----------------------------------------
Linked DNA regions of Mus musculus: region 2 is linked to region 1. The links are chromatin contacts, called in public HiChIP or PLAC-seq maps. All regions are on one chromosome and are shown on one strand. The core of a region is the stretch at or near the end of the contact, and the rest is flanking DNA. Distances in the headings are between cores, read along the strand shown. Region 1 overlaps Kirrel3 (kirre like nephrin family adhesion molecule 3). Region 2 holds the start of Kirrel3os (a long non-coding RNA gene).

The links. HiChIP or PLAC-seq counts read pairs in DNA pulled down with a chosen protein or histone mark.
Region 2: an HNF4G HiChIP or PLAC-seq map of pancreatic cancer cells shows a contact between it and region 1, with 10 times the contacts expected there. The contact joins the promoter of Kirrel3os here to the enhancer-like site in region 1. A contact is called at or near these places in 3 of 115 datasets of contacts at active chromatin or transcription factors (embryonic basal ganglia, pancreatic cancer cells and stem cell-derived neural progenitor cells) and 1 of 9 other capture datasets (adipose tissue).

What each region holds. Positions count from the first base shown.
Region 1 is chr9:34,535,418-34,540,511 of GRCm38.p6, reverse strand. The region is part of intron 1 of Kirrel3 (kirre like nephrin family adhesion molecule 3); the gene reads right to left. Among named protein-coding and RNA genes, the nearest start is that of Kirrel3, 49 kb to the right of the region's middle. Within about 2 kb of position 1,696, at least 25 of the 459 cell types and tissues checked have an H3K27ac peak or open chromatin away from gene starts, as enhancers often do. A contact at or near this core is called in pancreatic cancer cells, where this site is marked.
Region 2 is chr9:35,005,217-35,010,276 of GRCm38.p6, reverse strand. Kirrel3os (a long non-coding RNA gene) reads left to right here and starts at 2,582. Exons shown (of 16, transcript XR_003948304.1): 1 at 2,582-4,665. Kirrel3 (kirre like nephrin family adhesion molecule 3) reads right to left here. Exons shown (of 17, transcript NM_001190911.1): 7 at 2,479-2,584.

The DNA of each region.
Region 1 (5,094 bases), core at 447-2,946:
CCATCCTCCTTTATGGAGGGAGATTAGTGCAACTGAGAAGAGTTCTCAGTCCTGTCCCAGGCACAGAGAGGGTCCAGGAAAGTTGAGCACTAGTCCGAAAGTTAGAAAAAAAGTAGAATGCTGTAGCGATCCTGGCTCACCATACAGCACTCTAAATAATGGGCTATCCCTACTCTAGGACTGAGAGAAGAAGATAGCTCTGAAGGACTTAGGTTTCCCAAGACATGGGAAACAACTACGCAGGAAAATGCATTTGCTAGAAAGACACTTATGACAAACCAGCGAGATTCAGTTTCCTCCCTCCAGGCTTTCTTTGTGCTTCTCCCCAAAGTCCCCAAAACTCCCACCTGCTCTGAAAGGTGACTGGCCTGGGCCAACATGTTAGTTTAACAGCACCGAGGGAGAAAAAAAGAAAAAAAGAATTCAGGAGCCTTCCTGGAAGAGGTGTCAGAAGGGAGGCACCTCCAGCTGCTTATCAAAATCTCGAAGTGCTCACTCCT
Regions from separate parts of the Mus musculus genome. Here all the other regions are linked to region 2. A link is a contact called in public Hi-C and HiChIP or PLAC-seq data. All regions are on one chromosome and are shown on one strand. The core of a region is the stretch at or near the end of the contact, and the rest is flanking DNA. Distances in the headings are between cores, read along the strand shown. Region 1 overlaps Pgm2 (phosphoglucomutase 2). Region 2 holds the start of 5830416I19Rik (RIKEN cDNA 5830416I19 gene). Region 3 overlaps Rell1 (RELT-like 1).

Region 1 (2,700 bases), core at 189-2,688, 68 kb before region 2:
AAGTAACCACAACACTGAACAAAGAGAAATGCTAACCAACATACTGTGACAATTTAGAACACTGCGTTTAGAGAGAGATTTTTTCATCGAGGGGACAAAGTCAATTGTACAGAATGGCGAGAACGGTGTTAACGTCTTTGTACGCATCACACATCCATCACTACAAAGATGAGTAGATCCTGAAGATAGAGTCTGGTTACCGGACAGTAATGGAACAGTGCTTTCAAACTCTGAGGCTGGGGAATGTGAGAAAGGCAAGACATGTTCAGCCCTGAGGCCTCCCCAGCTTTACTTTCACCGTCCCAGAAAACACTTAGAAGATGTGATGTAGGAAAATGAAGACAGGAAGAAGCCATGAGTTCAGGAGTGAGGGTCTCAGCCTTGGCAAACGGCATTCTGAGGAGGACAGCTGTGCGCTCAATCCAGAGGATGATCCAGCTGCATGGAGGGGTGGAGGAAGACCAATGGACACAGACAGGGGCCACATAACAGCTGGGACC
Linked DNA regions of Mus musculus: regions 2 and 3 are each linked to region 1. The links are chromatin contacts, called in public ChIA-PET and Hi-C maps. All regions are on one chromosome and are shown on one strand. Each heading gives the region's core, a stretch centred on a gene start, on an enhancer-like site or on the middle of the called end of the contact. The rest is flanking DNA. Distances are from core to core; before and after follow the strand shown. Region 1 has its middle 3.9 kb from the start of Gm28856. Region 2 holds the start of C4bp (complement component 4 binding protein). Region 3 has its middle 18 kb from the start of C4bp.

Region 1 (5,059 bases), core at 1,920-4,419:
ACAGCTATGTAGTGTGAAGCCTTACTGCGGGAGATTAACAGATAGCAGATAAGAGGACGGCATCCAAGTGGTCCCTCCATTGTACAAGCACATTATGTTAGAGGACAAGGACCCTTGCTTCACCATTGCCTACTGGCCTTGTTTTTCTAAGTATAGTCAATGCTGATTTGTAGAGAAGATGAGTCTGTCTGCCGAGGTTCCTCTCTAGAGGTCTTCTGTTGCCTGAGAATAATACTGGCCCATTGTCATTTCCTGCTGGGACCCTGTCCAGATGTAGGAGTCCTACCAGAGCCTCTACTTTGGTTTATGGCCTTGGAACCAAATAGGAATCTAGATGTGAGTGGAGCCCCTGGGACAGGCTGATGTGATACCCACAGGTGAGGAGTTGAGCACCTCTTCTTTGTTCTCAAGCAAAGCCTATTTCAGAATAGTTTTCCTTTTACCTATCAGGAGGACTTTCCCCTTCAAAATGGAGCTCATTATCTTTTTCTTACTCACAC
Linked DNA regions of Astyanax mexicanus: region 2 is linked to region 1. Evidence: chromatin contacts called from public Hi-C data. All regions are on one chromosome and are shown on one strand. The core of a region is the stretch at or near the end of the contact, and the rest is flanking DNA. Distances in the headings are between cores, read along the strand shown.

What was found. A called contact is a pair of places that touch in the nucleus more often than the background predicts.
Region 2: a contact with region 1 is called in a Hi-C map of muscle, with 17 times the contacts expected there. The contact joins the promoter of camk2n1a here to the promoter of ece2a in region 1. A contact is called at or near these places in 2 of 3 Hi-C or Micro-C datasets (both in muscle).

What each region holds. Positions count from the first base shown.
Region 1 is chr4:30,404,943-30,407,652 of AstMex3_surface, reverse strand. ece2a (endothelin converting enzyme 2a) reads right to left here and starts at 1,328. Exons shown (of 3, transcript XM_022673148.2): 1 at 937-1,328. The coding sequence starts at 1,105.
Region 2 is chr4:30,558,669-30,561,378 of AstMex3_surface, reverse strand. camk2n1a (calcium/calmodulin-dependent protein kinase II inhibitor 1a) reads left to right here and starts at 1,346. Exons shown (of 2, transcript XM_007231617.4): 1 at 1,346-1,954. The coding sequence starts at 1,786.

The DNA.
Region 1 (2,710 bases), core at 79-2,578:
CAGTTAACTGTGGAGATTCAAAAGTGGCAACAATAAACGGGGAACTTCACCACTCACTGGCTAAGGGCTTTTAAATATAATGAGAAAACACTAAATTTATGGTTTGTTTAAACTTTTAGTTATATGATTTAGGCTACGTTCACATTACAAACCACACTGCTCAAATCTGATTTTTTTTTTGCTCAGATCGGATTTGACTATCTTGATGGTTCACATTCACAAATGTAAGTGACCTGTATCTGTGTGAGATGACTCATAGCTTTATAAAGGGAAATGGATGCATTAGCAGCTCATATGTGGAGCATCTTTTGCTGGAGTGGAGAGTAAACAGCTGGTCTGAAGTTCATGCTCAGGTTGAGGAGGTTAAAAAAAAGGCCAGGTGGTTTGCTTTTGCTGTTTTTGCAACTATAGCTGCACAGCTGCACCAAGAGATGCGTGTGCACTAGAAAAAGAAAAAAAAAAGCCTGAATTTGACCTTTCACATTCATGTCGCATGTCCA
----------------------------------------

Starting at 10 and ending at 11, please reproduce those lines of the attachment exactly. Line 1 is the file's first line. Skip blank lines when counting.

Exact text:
Regions from separate parts of the Mus musculus genome. Here all the other regions are linked to region 2. A link is a contact called in public Hi-C and HiChIP or PLAC-seq data. All regions are on one chromosome and are shown on one strand. The core of a region is the stretch at or near the end of the contact, and the rest is flanking DNA. Distances in the headings are between cores, read along the strand shown. Region 1 overlaps Pgm2 (phosphoglucomutase 2). Region 2 holds the start of 5830416I19Rik (RIKEN cDNA 5830416I19 gene). Region 3 overlaps Rell1 (RELT-like 1).

Region 1 (2,700 bases), core at 189-2,688, 68 kb before region 2: